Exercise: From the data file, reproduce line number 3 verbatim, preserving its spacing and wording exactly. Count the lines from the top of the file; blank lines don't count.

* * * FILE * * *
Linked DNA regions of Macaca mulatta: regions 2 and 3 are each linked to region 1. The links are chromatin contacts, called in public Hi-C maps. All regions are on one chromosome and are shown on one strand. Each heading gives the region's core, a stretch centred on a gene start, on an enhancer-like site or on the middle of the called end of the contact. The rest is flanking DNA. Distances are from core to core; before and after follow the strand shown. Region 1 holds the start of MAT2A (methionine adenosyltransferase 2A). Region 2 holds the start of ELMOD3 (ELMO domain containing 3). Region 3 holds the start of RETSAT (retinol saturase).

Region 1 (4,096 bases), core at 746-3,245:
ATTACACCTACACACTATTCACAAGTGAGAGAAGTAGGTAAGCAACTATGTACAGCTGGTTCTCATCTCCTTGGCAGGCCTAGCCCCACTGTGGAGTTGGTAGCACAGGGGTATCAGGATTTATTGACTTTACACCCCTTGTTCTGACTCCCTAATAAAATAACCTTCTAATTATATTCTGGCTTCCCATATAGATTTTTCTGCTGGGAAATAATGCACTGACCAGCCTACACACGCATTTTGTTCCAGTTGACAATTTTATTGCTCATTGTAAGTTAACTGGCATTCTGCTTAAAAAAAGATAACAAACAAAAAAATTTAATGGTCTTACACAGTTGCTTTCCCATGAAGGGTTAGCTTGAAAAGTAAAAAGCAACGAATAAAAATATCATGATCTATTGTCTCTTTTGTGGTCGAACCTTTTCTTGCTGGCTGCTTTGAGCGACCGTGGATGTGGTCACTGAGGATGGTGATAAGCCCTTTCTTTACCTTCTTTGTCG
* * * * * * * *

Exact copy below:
ATTACACCTACACACTATTCACAAGTGAGAGAAGTAGGTAAGCAACTATGTACAGCTGGTTCTCATCTCCTTGGCAGGCCTAGCCCCACTGTGGAGTTGGTAGCACAGGGGTATCAGGATTTATTGACTTTACACCCCTTGTTCTGACTCCCTAATAAAATAACCTTCTAATTATATTCTGGCTTCCCATATAGATTTTTCTGCTGGGAAATAATGCACTGACCAGCCTACACACGCATTTTGTTCCAGTTGACAATTTTATTGCTCATTGTAAGTTAACTGGCATTCTGCTTAAAAAAAGATAACAAACAAAAAAATTTAATGGTCTTACACAGTTGCTTTCCCATGAAGGGTTAGCTTGAAAAGTAAAAAGCAACGAATAAAAATATCATGATCTATTGTCTCTTTTGTGGTCGAACCTTTTCTTGCTGGCTGCTTTGAGCGACCGTGGATGTGGTCACTGAGGATGGTGATAAGCCCTTTCTTTACCTTCTTTGTCG